For example, an effective document management system can serve as an organizational knowledge base and can control things such as document version control and prompt the users when updates are needed. Organizational knowledge bases are important to AV technology managers because they can maintain institutional knowledge even when key employees leave the agency. They can also help to clearly organize the policies and procedures required for business operations. Some standards that may be useful to AV technology managers include operational procedures, contract documentation, quality control processes, and engineering packages.

Examples of operational procedures include repeatable equipment setup processes and help desk support troubleshooting scripts. Contract documentation may include requests for proposal (RFPs), statements of work (SOWs), service level agreements (SLAs), and memoranda of agreement (MOAs). Quality control processes can be formed into checklists that include the steps required to
complete a quality review. Engineering packages can be reused for multiple projects, saving time and money. Some engineering package elements may include baseline room design requirements, modular upgrade options, CAD drawings, AV signal and control flow diagrams, RFP terms, equipment lists, and statements of work.

THE MORE YOU KNOW
I realize that some government AV technology managers would regard many of these elements as being the responsibility of their design or integration contractors. While that may be true in some cases, I believe that the more a technology manager knows about his systems and the more he is involved in planning and design, the better he will be able to meet the functional requirements of his agency. After all, once the integrator completes the job, it is up to the technology manager to manage the operations of the systems and meet the needs of the end user. Technology managers are the ones who will be judged on a system's performance, and it is their job to ensure that the performance is optimal. If they fail this task, they are back to putting out fires and monitoring events.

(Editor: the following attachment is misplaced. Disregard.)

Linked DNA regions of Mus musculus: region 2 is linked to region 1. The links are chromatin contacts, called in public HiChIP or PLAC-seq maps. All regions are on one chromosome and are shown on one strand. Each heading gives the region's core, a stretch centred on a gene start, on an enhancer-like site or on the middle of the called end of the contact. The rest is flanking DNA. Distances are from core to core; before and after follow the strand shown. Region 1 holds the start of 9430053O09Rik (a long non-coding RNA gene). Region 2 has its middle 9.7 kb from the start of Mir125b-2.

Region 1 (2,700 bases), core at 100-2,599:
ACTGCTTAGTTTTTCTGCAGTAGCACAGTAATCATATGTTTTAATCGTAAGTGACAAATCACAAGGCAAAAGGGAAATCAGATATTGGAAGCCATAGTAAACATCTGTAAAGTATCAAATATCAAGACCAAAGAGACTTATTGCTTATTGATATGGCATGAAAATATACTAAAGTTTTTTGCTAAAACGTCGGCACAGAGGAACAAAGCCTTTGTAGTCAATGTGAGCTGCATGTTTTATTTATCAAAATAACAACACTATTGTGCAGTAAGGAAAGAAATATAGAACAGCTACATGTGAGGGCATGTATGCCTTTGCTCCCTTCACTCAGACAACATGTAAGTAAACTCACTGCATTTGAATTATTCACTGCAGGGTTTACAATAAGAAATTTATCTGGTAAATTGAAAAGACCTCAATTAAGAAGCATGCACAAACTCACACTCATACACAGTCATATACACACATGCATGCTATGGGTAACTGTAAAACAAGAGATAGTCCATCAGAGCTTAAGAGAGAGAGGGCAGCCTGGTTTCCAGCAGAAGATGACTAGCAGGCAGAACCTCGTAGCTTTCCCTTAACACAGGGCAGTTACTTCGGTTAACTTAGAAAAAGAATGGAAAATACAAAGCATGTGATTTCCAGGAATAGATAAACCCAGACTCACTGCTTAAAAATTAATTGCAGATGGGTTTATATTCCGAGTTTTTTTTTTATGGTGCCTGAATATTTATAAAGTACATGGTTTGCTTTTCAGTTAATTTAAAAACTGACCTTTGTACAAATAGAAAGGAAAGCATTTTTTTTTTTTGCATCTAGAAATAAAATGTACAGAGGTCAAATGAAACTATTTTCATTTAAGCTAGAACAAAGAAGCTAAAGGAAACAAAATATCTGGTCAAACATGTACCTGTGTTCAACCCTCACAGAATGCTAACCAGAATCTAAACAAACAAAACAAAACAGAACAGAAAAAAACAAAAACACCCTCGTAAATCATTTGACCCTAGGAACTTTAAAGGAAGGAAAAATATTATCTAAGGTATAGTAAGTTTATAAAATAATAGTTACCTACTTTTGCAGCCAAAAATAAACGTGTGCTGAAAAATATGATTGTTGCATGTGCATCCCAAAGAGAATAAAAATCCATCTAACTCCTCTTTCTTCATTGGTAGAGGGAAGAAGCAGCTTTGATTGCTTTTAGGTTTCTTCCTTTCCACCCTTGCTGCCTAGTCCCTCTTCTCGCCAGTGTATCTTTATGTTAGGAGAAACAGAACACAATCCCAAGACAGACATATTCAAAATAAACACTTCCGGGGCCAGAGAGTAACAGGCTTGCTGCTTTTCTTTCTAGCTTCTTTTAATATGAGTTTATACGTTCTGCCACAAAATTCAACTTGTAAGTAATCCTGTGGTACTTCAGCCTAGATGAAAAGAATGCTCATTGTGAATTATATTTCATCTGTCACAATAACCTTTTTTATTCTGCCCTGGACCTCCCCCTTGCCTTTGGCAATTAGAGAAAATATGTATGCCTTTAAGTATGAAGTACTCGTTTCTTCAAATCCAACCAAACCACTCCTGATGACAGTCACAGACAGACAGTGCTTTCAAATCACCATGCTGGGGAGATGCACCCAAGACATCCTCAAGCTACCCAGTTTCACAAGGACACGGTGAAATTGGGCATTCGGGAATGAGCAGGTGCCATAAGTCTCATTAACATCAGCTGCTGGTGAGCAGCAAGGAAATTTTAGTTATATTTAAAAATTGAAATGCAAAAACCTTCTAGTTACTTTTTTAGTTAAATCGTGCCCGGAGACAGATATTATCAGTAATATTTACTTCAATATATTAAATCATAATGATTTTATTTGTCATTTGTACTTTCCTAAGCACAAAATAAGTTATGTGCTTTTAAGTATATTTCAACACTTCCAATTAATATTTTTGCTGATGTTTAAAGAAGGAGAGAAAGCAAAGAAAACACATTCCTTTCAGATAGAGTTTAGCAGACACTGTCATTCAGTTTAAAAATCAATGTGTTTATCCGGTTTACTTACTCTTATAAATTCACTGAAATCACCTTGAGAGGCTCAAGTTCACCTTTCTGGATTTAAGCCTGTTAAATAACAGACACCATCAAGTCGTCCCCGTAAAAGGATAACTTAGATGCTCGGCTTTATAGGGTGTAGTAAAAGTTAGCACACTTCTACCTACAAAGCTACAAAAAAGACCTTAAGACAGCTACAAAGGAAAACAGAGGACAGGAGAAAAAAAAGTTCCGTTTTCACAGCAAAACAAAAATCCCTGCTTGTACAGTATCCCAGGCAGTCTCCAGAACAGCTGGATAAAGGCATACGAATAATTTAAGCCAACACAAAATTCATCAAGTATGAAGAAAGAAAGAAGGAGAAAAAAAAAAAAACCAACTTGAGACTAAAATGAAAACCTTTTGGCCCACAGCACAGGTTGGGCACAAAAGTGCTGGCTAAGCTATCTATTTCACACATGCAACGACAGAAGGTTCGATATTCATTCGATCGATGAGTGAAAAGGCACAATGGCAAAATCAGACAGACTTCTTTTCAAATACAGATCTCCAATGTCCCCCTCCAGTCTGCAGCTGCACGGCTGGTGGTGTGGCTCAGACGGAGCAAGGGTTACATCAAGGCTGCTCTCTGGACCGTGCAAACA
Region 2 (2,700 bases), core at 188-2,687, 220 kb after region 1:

Even when they get past the firefighter stage, technology managers are challenged by other aspects of operational support, including scheduling and system setup. By integrating AV systems with software tools like email servers, IM, unified messaging, scheduling, and social networking portals, end users become empowered to use AV and communication systems without the need for scheduling and operator support.

All of these process improvements and automated features seem to point toward a reduction in force of government AV practitioners, but I don't believe this will be the case. Perhaps there will be a reduction in scheduling and operational support requirements, but these reductions will be offset by the steadily increasing need for AV engineering and management specialists that are required to support sophisticated and complex netcentric communications infrastructures.

AV technology managers are responsible for leveraging our agencies' technology investments to meet the needs of our stakeholders. We must also act as technology information resources for our agencies. By establishing technology forecasting techniques, being as involved as possible in the planning and operation of our agencies' AV systems, and becoming subject matter experts in diverse technologies that are valuable to our agencies, we can accomplish these tasks. By automating our systems, improving our processes, and establishing netcentric enterprise management systems, we can make the time to become subject matter experts and to focus our efforts on strategic planning.

Gary L. Hall, CTS-D, CTS-I, is a program management execution officer at the National- Geospatial Intelligence Agency (NGA) in Bethesda, MD. He is also an adjunct instructor at the InfoComm Academy and can be reached atgarylhall@gmail.com. The views expressed in this article are those of the author and are in no way officially endorsed by NGA, and do not necessarily represent the views of the United States.